July’s full moon rises the evening of the 8th, less than three hours before reaching perfect fullness at 11:07 p.m. Algonquin Indians called this the full buck moon, for the sprouting antlers on buck deer, or the full thunder moon, as thunderstorm season is now in full force.

The University of Minnesota offers public viewings of the night sky at its Duluth and Twin Cities campuses. For more information and viewing schedules, see: 

Duluth, Marshall W. Alworth Planetarium:

Twin Cities, Minnesota Institute for Astrophysics: 

Check out the astronomy programs at the University of Minnesota’s Bell Museum ExploraDome: 

Find U of M astronomers and links to the world of astronomy at

Great Slayton Area Get Together July 6th

The Community Band Concert on Thursday July 6th at 7 PM will feature “Magnificent Seven,” “Sing for America,” and “Red River Valley.”  The Kiwanis of Slayton will be serving sub sandwiches from Subway, chips, bars, and beverages. Please come out and support activities that benefit youth in our community.

The Kiwanis Club of Slayton is a unit of Kiwanis International. Kiwanis Clubs support and promote activities that benefit youth in our communities and the world. Some of the youth activities that our fund raising efforts support include scouting, Children’s Miracle Network, K-Kids, college scholarships, Murray County Christmas Project, Wonder World, and many others.

Bring your lawn chair and come to Gullord Park for an evening meal, enjoy a musical concert, and support a local cause.  What could be a better “Get Together!”

Murray County Master Gardeners hosting  Summer Garden Tour on July 20

Make plans now to attend the 2017 Murray County Master Gardeners’ Summer Garden Tour on Thursday, July 20 from 3:30 to 8:00 p.m. in the Lake Wilson/Balaton area.  Hosts this year include Lee & Joan York, Dave & Linda Johnson, Jerry & Judy Samuelson, Kent & Twyla Carlson, Marcie Eisfeld, Curt & Marian Feste, and Doug & Delores Swan.  Vegetable and flower gardens will be included in the tour, as well examples of unique landscaping features.  A rain date has been set for July 21; listen to KJOE Radio 106.1 FM for postponement announcements.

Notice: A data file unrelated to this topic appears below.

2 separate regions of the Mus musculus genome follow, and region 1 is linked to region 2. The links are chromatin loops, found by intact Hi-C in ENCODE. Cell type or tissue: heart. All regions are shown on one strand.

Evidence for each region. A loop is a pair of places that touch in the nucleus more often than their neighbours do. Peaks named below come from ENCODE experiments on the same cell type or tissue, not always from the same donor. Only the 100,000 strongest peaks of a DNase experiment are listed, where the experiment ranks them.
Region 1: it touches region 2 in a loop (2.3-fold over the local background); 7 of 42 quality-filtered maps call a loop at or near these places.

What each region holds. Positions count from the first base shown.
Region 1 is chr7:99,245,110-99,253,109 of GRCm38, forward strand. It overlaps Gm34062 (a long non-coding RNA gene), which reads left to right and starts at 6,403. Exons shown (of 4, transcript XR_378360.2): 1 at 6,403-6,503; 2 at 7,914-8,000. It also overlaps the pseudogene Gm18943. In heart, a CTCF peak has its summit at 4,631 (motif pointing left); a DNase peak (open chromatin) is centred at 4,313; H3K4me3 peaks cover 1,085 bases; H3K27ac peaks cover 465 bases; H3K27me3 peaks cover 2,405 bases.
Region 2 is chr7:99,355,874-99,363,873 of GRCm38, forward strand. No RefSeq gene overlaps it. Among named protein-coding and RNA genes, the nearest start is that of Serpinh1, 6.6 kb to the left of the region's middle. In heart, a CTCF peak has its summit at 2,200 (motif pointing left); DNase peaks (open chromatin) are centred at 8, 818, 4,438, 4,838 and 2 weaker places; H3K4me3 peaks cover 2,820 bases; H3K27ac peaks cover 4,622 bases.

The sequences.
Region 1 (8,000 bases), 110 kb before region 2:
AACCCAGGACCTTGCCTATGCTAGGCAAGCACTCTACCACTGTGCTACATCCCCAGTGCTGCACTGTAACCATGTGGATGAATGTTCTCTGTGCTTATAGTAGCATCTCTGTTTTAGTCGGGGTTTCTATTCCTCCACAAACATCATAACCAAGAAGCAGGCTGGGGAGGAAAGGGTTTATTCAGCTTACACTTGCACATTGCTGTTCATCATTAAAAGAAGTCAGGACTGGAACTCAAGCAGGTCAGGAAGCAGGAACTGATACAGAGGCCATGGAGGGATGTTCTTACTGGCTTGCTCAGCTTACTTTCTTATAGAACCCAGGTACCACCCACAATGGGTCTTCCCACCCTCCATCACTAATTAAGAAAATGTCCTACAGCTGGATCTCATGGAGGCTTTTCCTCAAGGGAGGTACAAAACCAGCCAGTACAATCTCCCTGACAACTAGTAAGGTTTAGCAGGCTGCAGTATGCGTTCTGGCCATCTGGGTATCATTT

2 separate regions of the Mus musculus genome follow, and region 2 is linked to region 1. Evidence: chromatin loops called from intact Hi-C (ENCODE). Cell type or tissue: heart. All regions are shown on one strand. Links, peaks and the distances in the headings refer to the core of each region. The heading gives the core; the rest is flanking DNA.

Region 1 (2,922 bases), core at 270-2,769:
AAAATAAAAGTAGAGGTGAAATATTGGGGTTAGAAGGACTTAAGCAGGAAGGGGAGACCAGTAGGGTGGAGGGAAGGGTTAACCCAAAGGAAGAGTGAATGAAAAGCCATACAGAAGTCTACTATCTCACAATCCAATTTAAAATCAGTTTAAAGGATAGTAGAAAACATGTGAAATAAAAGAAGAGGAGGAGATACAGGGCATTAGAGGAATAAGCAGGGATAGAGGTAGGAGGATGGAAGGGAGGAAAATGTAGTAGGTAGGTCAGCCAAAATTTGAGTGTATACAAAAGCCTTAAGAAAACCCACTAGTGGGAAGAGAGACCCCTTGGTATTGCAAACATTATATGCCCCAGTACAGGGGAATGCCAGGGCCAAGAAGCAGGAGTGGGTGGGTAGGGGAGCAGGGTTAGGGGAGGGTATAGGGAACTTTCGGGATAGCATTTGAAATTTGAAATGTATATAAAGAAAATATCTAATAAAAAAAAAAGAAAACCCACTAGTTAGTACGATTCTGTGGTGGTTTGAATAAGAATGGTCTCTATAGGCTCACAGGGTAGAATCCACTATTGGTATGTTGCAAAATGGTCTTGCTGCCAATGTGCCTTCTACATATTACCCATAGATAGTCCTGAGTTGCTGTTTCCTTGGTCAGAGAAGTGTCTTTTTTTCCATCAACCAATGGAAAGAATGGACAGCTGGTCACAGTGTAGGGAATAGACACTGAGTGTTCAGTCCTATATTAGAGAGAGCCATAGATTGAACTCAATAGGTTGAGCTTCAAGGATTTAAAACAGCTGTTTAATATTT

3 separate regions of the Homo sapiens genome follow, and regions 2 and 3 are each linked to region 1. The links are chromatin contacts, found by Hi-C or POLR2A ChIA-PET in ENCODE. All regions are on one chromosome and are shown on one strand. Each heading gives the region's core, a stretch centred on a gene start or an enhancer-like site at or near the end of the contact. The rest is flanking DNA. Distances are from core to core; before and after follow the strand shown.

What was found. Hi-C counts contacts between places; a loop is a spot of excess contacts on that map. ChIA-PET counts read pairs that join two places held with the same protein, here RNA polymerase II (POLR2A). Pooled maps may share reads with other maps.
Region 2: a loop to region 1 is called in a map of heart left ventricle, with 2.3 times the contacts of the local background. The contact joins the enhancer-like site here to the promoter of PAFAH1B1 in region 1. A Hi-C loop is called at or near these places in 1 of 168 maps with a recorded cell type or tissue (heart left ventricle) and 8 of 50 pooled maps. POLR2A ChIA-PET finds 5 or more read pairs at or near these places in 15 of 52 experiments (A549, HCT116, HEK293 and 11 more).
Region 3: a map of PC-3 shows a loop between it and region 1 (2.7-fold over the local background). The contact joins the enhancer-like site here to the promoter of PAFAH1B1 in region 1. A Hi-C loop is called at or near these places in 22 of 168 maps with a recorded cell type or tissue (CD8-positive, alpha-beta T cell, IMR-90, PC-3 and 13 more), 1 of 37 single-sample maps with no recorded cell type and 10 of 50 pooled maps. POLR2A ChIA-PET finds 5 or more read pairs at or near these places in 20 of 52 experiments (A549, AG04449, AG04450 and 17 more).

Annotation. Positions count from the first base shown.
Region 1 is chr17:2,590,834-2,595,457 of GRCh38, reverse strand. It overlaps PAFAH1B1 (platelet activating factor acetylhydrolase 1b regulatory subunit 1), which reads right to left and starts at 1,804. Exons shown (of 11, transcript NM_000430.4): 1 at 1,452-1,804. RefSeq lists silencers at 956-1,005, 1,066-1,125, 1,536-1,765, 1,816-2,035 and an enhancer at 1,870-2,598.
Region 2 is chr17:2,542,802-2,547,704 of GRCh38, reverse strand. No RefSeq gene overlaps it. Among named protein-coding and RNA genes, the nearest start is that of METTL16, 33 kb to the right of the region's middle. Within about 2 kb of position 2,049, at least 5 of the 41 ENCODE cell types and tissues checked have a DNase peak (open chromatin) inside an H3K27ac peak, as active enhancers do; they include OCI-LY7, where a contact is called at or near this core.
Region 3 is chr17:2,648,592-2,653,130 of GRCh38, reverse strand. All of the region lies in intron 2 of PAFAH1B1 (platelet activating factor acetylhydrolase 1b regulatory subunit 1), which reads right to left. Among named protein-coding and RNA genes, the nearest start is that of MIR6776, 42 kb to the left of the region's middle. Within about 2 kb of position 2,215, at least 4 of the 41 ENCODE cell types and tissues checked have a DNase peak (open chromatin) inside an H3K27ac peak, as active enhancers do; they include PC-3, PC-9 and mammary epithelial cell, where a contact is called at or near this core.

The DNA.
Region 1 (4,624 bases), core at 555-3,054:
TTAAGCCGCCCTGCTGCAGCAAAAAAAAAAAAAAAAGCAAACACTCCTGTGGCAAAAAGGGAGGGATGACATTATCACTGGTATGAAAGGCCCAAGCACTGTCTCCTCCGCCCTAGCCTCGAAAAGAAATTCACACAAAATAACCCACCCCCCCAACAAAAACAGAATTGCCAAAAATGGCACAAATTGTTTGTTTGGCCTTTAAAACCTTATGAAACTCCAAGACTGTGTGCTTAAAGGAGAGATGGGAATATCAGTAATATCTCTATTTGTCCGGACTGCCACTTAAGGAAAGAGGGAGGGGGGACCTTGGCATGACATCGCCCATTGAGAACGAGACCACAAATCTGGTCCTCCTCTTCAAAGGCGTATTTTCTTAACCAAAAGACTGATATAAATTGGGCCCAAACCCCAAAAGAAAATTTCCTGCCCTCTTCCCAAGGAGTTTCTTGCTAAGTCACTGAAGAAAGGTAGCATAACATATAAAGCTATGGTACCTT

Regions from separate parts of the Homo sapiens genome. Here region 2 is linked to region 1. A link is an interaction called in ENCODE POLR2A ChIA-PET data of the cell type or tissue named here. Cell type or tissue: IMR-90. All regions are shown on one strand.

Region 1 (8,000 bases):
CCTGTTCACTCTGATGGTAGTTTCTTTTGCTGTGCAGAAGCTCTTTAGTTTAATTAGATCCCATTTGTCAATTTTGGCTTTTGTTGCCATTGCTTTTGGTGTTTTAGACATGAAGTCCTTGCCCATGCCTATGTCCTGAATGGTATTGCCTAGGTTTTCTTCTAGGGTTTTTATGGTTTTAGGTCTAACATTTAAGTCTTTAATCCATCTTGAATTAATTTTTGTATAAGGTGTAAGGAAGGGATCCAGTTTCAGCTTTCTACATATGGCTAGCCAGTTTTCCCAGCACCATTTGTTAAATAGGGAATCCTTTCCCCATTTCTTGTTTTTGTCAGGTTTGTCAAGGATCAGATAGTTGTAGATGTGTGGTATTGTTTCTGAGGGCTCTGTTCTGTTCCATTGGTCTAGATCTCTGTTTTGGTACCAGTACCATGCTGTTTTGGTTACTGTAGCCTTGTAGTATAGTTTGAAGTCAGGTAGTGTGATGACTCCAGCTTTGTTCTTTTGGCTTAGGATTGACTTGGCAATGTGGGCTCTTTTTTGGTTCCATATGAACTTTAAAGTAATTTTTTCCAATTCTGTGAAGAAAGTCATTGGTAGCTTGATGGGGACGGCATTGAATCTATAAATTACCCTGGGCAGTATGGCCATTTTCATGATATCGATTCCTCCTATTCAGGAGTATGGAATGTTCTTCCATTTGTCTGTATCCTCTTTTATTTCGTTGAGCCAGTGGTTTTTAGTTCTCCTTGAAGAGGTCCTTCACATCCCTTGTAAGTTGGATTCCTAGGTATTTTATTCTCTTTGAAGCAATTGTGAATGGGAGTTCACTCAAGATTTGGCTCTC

Tickets and maps will be available from all Murray County Master Gardeners, University of Minnesota Extension in Murray County, and Lake Wilson and Slayton banks beginning June 30.  Tickets will also be available for purchase at any of the garden sites during the tour on July 20.  Tickets are $5.00, with proceeds going to community garden projects.  

These gardens will offer a wide variety of plants and landscaping.  Participate in the tour on July 20 to see the beautiful gardens and get some ideas for your own projects.

Murray County Master Gardeners are Ardis Andert, David Bau, Karen Burch, Gaylene Chapman, Colleen Gengler, Mona Henkels, Betty Kassel, Matt Meier, Marilyn Moger, Jan Scherbart, Kathy Schwartz, Patty White, and Beth Ann Winter.  

Call University of Minnesota Extension-Murray County Office at 507-836-6927 if you have questions regarding the tour.


The Southwest Regional Development Commission Transportation Committee will be meeting on Wednesday, July 12, 2017.  The meeting will begin at 12:30 p.m. at the Center for Regional Development Offices, 2401 Broadway Avenue, Slayton, MN. 

This Annual Meeting will provide an opportunity to meet and involve discussions with the MnDOT District 7 and District 8 Engineers and staff from Mankato and Willmar on transportation issues in the region.   Other items for Committee business include: action on the Rock County Functional Classification request; District bicycle plans, status and input opportunities; Active Living Initiatives; and Languages and Interpreter Services in SW Minnesota  If there are transportation topics of interest to you, please plan to attend.